With its panoramic cityscape, sumptuous, picture-window bathrooms, and elegant minimalist interiors, the Upper House is one of Hong Kong’s most-admired luxury hotels. But what visitors probably don’t know is that the man who designed it had never even worked on a hotel before.
“It was a remarkable proposition,” Andre Fu tells Fortune in an interview at Singapore Design Week, where he is being honored as an influential next-generation designer at the Innovation by Design Conference on Tuesday. “The Upper House was my very first hotel.”
Fu got the assignment just three years out of Cambridge University, where he’d studied architecture. It meant a return to his hometown of Hong Kong after 14 years in England. “At the time, I’ve only had three staff in my team,” he says. “A nerve-wracking experience.”
The project would become Fu’s claim to fame, as he set out to "challenge the whole idea of hospitality." There is no lobby, no formal reception area. Instead, guests are checked in with iPads and embark on a long upward escalator when they arrive. “It’s all about creating small, intimate experiences,” says the designer, adding that the hotel was filled with more than 300 pieces of artwork.
The smallest of the Upper House’s 133 rooms starts at about 730 square feet, “which is typically two hotel rooms” in Hong Kong, Fu notes. “Instead of giving all the spaces to the lobby, to the corridor, we’ve given them to the guest.”
Since then, the scope of Fu’s work has extended rapidly across the globe, ranging from Villa La Coste, an upcoming 28-room hotel in Provence, southeastern France; to London’s Berkeley Hotel’s Opus Suite; to Hong Kong’s new Kerry Hotel, which boasts more than 500 rooms (“probably the largest project that I’ve ever worked on”). At the moment, he’s juggling a boggling lineup—seven different hotels, most of them in Asia.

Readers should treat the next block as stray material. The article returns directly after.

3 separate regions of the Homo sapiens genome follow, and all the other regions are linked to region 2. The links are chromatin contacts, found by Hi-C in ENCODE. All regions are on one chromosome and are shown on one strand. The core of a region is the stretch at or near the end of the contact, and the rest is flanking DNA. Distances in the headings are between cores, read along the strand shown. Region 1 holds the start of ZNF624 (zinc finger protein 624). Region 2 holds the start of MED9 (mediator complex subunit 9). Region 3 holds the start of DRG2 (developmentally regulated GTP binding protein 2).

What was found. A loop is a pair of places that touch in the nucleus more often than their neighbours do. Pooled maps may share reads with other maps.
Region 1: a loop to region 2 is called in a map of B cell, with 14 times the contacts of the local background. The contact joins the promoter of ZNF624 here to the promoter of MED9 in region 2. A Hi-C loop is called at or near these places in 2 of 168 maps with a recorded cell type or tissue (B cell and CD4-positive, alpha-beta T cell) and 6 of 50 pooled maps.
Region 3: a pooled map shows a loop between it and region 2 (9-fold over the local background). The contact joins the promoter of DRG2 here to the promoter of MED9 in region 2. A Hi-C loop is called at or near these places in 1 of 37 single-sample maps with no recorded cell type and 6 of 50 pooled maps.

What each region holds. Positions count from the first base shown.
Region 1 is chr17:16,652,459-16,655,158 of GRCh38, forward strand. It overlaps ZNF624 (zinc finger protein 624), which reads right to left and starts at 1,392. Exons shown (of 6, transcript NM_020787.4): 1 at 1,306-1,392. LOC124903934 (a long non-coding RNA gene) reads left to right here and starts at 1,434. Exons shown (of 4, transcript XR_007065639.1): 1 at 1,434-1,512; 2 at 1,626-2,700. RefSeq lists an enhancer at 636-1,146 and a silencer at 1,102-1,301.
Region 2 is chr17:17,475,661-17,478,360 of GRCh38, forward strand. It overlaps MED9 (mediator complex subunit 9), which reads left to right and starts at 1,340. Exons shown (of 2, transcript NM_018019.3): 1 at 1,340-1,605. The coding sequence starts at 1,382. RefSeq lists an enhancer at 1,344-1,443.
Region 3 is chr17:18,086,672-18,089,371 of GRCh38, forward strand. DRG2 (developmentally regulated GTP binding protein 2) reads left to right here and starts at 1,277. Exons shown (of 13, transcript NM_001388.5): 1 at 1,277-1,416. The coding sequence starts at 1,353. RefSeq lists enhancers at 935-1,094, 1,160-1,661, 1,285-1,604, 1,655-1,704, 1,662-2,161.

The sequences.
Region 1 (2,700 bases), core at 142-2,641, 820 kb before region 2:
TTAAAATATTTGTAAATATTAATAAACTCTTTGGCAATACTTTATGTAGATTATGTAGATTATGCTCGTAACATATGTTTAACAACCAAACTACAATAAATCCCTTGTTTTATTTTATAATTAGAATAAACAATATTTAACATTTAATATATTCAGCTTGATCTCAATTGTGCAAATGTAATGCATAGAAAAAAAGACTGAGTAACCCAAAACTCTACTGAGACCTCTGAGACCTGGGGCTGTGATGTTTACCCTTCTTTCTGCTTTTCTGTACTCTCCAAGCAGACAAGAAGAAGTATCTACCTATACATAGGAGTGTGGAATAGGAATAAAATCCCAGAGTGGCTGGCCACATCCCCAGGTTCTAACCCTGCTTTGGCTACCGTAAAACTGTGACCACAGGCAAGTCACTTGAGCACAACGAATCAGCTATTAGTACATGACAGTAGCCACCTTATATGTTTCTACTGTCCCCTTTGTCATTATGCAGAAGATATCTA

Why take on so many projects at the same time?
“I do feel very fortunate. I try to remind myself that not many designers from this part of the world will have the opportunity to work outside of Asia, to start off with,” he said. “Especially someone from Hong Kong. The exposure tends to be more [about being] Asian-savvy than being able to expose ourselves to a bigger audience.”
In today’s age, design has become much more easily and directly communicated, particularly with the speed of social media, Fu says. “People become much more aware of the nature of travel, for example, and travel inevitably links to design.”
But he tries not to get too caught up in the idea of being scrolled past on social media feeds. “It’s very easy to create designs that are purely driven on aesthetics. But good design actually communicates experiences,” says Fu.
“The more that I’ve been doing what I’m doing, I’m more interested in the physical experience of being in a space, and being surrounded by whatever that I’ve designed, than physically how it looks. I think there’s a much more kind of solid and meaningful purpose of design than simply creating something for the purpose of an image.”